Science, Faith and the Glory of Ignorance

Why is it assumed (please forgive the passive voice) that if one believe’s in a Creator then one must not globe-73397_960_720believe in science? Who has decided that these two sources of information are mutually exclusive?

I am a Christian. I have believed and been taught all my life that I am a child of God, that Jesus Christ is His Only Begotten Son in the flesh and my Savior and Redeemer. I have studied the Bible as well as other sacred writings. They have strengthened my faith and deepened my conviction. I have also been taught that scientific method is the best way mankind has come up with to date for understanding our world. Some might call this a dilemma.

To those without it, faith is a copout. A way to explain anything we can’t explain. But stop for a moment. Faith is described by Paul as “the substance of things hoped for, the evidence of things not seen.” (Heb 11:1)  Substance and evidence are real. Not always tangible, but real nonetheless. While non-believers will scoff, there are many things in our existence that are real but difficult or even impossible to adequately describe to one who has never experienced it. For example, try to describe the taste of salt to one who has never experienced it.  salt-51973__340Using the word “salt” is ineffective because it requires familiarity. Referring to sea water or other comparisons still require that experience of having first tasted it. So, does that mean it’s not real? Only in the minds of those who have never tasted. But in no way does that negate the reality of salt nor its value. That’s how it is describing faith. To those of us who have experienced it and come to value it, it is as real as the chair I’m sitting in. But trying to help someone understand it who has no common base to start from is virtually impossible until they have an experience of their own.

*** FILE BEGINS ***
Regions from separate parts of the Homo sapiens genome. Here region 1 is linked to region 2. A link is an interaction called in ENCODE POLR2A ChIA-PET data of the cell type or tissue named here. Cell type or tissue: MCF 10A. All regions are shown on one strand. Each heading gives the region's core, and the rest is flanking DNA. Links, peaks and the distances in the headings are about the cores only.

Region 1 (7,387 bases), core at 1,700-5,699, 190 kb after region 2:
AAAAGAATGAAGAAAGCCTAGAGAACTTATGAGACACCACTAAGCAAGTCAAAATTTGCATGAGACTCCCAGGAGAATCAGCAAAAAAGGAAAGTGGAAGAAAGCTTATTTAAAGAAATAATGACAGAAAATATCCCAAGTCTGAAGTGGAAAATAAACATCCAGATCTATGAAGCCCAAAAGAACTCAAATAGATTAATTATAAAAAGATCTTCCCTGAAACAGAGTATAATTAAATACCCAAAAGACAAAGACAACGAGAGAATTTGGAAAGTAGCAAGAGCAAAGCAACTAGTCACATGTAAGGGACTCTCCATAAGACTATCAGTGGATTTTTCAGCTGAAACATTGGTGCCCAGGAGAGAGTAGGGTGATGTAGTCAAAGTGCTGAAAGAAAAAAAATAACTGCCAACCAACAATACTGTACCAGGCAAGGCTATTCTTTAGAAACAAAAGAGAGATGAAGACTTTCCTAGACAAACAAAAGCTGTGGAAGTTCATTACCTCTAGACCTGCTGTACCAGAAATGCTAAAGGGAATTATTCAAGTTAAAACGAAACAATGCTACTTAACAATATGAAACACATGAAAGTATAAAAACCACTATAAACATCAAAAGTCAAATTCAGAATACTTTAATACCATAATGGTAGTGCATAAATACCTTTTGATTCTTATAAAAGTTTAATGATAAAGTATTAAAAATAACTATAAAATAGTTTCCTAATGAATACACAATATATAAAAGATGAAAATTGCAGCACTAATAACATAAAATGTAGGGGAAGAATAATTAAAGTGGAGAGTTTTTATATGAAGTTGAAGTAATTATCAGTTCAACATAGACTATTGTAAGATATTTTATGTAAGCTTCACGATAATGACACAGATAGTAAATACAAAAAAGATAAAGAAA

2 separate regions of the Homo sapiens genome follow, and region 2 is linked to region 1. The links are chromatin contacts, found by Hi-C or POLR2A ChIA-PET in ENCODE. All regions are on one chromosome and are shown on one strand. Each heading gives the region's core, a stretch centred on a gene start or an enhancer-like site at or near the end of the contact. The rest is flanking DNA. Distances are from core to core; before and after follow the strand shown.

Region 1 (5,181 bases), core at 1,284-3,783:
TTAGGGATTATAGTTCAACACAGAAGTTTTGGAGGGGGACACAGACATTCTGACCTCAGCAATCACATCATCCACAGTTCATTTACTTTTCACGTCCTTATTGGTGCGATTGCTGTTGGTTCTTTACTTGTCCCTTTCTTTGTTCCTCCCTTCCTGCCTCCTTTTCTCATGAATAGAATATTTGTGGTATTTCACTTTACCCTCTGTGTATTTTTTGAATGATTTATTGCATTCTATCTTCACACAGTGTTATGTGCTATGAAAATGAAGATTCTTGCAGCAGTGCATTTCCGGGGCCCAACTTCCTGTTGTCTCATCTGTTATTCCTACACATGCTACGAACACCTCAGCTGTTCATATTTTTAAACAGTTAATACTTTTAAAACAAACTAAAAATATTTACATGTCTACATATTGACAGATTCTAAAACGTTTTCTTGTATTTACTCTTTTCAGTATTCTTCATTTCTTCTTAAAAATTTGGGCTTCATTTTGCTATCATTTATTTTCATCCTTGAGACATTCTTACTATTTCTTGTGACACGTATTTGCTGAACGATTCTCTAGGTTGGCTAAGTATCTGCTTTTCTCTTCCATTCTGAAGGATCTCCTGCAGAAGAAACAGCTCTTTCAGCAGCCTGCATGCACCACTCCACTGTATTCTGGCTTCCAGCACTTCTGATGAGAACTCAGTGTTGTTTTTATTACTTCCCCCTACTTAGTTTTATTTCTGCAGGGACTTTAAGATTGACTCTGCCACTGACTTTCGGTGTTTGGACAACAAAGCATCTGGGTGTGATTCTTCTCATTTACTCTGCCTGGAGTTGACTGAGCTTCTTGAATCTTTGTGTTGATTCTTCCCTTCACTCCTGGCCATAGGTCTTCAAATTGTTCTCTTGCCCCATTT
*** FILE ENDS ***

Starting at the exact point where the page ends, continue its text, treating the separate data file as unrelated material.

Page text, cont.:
On the other hand, to many Christians, science is the work of the faithless or even of the devil himself, blinding people to the works of God.  Is that not as limiting as the other?

Sure, science doesn’t always get it right, yet we still hold on to it. How long did we “bleed” disease out of people, killing more with the cure than the disease itself? We are historically an ignorant species that seems to grasp at whatever information we think we have and cling to it like it’s a life raft in the north Atlantic. But that does not devalue the real knowledge we are acquiring. Brilliant men and women who spend their lives in dissecting substances, experimenting with chemical reactions and basically playing with fire have learned incredible things about our world. Sure, a great deal of “knowledge” has been thrown out as our understanding grows. Much more will continue to be thrown out as new information comes to light. But that does not discount the very real store of knowledge that we have. How many of us would discount germ theory or throw away our cell phones because it was knowledge acquired through scientific research? Personally, I enjoy being able to fly when I need, keep informed on world and local events, and talk to my sister halfway across the country any time I want. These discoveries weren’t found in the Bible or Book of Mormon. They were found through scientific research and brilliant engineering.